Gov. Abbott: Blame outages on power generators

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Tuesday, February 16, 2021
Who's to blame for power outage? Here's Abbott's answer
Who's to blame for massive power outage caused by a historic winter storm across Texas? We asked Gov. Greg Abbott and here's his response.

AUSTIN, Texas (KTRK) -- Governor Greg Abbott says the massive outages leaving millions in the dark Monday were caused by private power companies that "fell short," calling it the winter version of "Hurricane Harvey."

"The people who have fallen short with regard to the power are the private power generation companies," Abbott said.

In a call with ABC13, Abbott expressed frustration that power generators hadn't done enough to ensure the flow of electricity would continue.

"There's a separate part of the system that is not working right now, and those are the private companies that generate the power that goes into ERCOT. And it's those private companies that generate power that are not working," Abbott said. "They were working up until about midnight last night, but after midnight, some of them literally froze up, and were incapable of providing power, and some are still incapable of providing power."

Abbott promised that power would begin to be restored to about 200,000 residential customers as power plants begin coming back online after the winter storm that paralyzed the state left families desperate for power during the bitter cold.

After a cold event in 2011 that took power offline, power generators claim they did a better job of "winterizing" power plants, but Abbott says it didn't go far enough.

"I think after what happened in 2011, an assessment was not made to gauge for this type of event, because the last time we had this type of weather was more than 100 years ago," Abbott said. "We need to calibrate for this type of weather to make sure that the companies that are contracted with to provide the power generation in the state of Texas are going to be capable of providing power generation in these ultra cold temperatures."

The state legislature will likely look into if the state needs a backup system, Abbott said.

Grid managers declared an emergency Monday morning after the record-breaking energy use strained utilities beyond capacity. Texas' power grid experienced a systemwide failure as demand surged due to the historic winter conditions across the state.

Outages across Texas could last for hours, even stretching into days, due to multiple power generation plants that are offline, according to officials. An estimated 75% of the state's power generation capacity is impacted.

Earlier in the afternoon, Abbott tweeted that the Texas power grid had not been compromised.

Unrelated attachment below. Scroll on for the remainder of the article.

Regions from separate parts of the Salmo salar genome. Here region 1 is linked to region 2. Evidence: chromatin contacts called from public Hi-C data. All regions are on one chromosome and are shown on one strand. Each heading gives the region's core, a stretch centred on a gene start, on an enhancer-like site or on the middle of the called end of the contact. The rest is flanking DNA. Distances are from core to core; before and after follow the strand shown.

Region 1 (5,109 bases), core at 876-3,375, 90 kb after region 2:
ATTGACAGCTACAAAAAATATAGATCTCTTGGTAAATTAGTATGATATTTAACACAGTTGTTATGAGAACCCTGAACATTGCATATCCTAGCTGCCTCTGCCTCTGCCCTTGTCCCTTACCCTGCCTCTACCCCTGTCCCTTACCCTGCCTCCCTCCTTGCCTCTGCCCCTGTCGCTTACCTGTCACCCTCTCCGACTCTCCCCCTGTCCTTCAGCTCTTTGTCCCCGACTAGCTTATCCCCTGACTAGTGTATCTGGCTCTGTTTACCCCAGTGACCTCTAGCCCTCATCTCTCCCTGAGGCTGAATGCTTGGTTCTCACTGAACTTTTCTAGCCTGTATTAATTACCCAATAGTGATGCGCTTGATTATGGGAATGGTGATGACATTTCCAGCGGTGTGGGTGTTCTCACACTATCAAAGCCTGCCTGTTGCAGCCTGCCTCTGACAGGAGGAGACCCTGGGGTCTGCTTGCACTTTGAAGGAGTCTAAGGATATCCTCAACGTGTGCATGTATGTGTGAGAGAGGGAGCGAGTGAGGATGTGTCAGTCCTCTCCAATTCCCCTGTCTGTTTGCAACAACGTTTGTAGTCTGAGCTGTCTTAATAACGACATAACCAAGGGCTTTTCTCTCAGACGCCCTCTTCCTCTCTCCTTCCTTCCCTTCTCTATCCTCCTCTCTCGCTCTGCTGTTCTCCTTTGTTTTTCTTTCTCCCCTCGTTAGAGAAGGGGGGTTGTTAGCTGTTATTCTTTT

Abbott added in a statement that the state of Texas is deploying maximum resources to local officials throughout the state to respond to severe winter weather and to restore power to our communities. State agencies are sending resources and personnel to help local officials clear roadways and to assist essential workers, such as healthcare professionals and power grid workers, in carrying out their essential duties.

Abbott and the Texas Military Department also deployed the National Guard across Texas to conduct welfare checks and to assist local authorities in transitioning Texans in need to one of the 135 state warming centers.

On Sunday, Abbott sought and received a waiver from the U.S. Department of Energy that allows Texas power generators to increase production. Unfortunately, some of those generators are unable to increase production at this time because their operations have been frozen by weather conditions. They are working to get their power production back on line.

"Due to the severe weather and freezing temperatures across our state, many power companies have been unable to generate power, whether it's from coal, natural gas, or wind power," said the governor. "ERCOT and the PUC are working non-stop to restore power supply. The state has also deployed resources to assist Texans without power and to help essential workers continue to carry out their jobs. In the meantime, I encourage all Texans to continue to stay off the roads, and conserve energy as state agencies work with private providers to restore power as quickly as possible."

Previously, Abbott issued a disaster declaration in all 254 counties, deployed resources throughout the state, and ordered the Texas State Operations Center (SOC) to expand its daily operations to 24-hours a day.

He also previously requested a Federal Emergency Declaration for Texas in response to the severe winter weather, which was granted by the Biden administration.